by Nate Pritts
H_NGM_N BKS 2013
Reviewed by Lucy Biederman
“…the leading man in a Romantic poem”
Nate Pritts has said that he is interested in poetry as opposed to individual poems. One can locate this focus in the attention and emphasis Pritts places on creating and forming a speaker/self across the space of a book. In his sixth book, Right Now More Than Ever (H_NGM_N BKS 2013), Pritts not only allows but cultivates a sense of the tossed-off, the experiment, even the mistaken—there are tries within these poems that other poets might have edited out or not have thought to include in a poem in the first place.
Much of this book is spent considering the imperative to poetry and engaging with and against the traditional or expected topics of lyric poetry, like nature and the self. In the stichic “The Hills Have Justice,” the speaker declares:
I will never confess what I did.
I will never reflect on my life
so I won’t have to feel bad about it.
Overhead, the sky full of etcetera
Etcetera, full of verse chorus verse.
Pritts possesses a poststructuralist Romanticism that, even in the long shadow of Ashbery, does not ironize itself. The speaker’s dramatized search for self and poetic school seem to be one and the same: his refusal to “confess” himself seems an eschewing of (and a tip of the hat to) Confessionalism, and his refusal to “reflect on my life” recalls—and complicates—Wordworth’s definition of poetry as “emotion recollected in tranquility.” Moving his gaze to the sky as if out of other options, the speaker describes it as “full,” but full of “etcetera etcetera” and “verse chorus verse.” The poet speaks within a world that seems empty in its fullness, or a poetry that has already been filled before he arrived. The imperative, then, throughout much of this wonderful book, is to invent or discover a poetry of space, an imperative for an imperative for poetry, when the sky is already “full of verse chorus verse.”
As that passage from “The Hills Have Justice” suggests, Pritts’s speaker routinely travels through potential selves, and through the history of poetry, searching for a place. In this landscape, there seems to be no division between poetry and personage. In “Collected Recollections,” the speaker seeks and creates opportunities for various utterances and selves:
I was dressed like the leading man in a romantic comedy
from the 1940s, debonair in grey flannel. A flower
in my hand or a flower held out to you.
I was dressed like the leading man in a Romantic poem
from the 1840s, soaking wet in ruffles. O I fall
upon the thorns of life several times per season
but most often in the Spring. It could have been any day…
Here the speaker’s “style of dress” works both metaphorically and metonymically, suggesting that a change in form could change the implications and meanings of one’s poetic utterances. Being dressed as a “man in a Romantic poem” changes the speaker’s diction and tone: “O I fall / upon the thorns of life.” Ironically, though, the poem maintains its form, continuing along in long-lined couplets as Pritts performs these stylistic experiments.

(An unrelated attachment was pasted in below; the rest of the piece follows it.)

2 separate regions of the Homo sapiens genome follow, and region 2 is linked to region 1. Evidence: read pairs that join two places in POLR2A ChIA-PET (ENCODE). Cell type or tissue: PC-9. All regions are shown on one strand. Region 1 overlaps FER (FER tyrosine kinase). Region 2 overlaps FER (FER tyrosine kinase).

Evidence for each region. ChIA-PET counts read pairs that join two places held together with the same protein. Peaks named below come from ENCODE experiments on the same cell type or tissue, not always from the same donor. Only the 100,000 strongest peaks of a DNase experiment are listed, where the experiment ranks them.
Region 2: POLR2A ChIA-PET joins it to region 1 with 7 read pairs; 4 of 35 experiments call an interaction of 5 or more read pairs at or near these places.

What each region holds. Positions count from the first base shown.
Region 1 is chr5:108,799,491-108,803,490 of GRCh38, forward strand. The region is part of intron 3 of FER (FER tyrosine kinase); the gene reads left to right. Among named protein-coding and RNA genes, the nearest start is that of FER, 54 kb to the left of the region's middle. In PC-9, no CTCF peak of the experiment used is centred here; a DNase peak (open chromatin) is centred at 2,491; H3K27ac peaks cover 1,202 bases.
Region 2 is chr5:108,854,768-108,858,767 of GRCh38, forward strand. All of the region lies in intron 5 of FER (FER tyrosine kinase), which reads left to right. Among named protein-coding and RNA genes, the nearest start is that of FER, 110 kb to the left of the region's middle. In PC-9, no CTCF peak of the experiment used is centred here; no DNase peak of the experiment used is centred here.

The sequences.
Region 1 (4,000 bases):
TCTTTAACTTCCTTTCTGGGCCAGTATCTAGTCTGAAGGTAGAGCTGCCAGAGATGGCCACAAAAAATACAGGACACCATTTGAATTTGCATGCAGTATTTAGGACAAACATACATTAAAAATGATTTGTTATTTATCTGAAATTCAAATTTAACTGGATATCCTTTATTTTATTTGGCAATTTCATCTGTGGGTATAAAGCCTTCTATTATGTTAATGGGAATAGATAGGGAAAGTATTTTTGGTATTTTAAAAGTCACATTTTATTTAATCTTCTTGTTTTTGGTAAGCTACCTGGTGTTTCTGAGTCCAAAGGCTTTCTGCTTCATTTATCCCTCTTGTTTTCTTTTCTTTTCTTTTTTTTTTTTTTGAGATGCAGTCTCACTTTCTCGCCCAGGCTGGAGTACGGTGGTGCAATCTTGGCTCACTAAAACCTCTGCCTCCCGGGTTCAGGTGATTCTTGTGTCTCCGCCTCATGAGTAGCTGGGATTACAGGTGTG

The typical poem in Right Now More than Ever has a four- or five-beat line and consists of neat tercets or couplets—usually slightly more than a dozen of them. Some of the book’s most exciting moments, however, occur within poems that are looser, longer, or less formally rigorous. An example of this is the beautiful long poem at the heart of the book, “Rise Time,” which begins with a kind of parable in which the speaker hears a crash in another room: “I knew then that my life’s work would be reassembly / & I thought that would be a fine way to live.” Reassembly seems an apt word, given this poet’s “life’s work” of reimagining Romanticism using the poststructuralist tools that contemporary poets hardly know how not to use.
One reason “Rise Time” is so successful is that its length and formal looseness speak to the book’s central themes of self-creation and the multiplicity of selves that are present within a single self. Pritts uses the white space between pages, stanzas, and lines to create a sense of breath, thought, and time passing—a sense of, as the poem put it, “dailyness.” Across the poem’s nine pages, Pritts has the space to feel and express a wide variety of feelings and selves, some of them contradictory, in a variety of forms. “You shout the present alive with your mouth. // I see it all turning into a ghost” one page ends; the next begins, “I like a wild cosmos.” With each new page, the speaker starts again with a new tone, like going to bed depressed and waking up feeling better.
The lush and gorgeous occasional poem “35th Birthday Vortex Sutra” is another of the book’s successful departures in form and content. The poem’s form, as its title suggests, follows that of Allen Ginsberg’s “Wichita Vortex Sutra.” But it seems to take Ginsberg’s swirling and various lines as a suggestion, a starting-off point, rather than a strict blueprint. Its variety of line lengths and tones provide the speaker a form suited to his multifaceted sense of self. Here there is room to repeat and reiterate, to say and un-say, to try and try again:
And he that stays
is you, he that stands if you & all honor
to your name, Nate Pritts, 35, ceasing now,
blundering stupid, wondrous strange,
& so what.
I can see so much of me, can see
with the flame of what bright light
that, O, if there be more of this here
then alright, okay—
lonely & torn up & screaming
for more, hallelujah, Happy Birthday, amen.